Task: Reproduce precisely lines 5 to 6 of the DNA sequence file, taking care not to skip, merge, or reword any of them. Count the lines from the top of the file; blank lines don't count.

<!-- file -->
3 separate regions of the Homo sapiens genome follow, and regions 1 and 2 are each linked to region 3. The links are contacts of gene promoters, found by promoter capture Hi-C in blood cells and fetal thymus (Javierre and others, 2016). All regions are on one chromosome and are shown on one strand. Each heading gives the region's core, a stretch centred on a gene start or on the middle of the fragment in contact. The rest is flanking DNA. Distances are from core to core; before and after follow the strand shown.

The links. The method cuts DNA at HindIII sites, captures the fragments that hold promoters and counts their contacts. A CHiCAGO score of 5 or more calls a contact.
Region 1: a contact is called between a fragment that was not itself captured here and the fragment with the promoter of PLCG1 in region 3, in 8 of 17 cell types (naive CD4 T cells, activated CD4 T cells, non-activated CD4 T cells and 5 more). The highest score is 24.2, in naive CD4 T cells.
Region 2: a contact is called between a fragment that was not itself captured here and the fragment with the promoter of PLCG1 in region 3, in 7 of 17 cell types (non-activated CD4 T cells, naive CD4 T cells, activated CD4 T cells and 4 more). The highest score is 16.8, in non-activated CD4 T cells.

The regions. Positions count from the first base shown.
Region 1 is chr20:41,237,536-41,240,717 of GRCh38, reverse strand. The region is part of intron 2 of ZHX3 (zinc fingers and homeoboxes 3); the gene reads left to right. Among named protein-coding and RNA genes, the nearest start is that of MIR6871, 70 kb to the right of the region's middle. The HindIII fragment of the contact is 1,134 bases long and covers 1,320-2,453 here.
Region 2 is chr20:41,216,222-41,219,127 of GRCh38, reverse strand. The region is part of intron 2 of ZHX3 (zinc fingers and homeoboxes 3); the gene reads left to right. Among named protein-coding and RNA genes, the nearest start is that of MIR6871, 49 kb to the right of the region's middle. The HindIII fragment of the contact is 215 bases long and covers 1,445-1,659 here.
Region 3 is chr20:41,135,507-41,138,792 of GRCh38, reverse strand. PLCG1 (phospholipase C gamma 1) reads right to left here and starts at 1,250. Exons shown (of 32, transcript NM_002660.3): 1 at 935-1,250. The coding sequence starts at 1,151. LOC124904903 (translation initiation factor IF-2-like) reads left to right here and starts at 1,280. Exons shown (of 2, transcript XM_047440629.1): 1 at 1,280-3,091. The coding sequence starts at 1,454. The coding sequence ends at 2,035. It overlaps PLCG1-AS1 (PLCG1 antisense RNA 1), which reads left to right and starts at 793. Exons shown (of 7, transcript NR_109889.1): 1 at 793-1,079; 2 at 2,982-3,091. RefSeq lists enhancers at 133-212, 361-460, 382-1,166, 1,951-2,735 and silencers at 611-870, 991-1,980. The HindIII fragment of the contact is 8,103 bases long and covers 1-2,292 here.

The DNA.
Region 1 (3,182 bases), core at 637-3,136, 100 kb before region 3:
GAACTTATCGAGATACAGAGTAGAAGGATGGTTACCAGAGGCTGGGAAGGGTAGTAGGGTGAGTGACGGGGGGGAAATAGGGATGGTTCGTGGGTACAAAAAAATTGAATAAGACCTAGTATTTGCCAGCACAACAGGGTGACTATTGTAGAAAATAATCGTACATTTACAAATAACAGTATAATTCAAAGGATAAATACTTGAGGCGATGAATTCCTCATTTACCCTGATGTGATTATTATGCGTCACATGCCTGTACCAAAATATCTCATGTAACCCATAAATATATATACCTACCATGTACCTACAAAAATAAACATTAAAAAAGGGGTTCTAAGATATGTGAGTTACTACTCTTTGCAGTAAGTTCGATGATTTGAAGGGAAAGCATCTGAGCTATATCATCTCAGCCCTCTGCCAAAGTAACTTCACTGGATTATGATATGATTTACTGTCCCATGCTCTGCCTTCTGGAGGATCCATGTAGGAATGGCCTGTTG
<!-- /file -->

The regions. Positions count from the first base shown.
Region 1 is chr20:41,237,536-41,240,717 of GRCh38, reverse strand. The region is part of intron 2 of ZHX3 (zinc fingers and homeoboxes 3); the gene reads left to right. Among named protein-coding and RNA genes, the nearest start is that of MIR6871, 70 kb to the right of the region's middle. The HindIII fragment of the contact is 1,134 bases long and covers 1,320-2,453 here.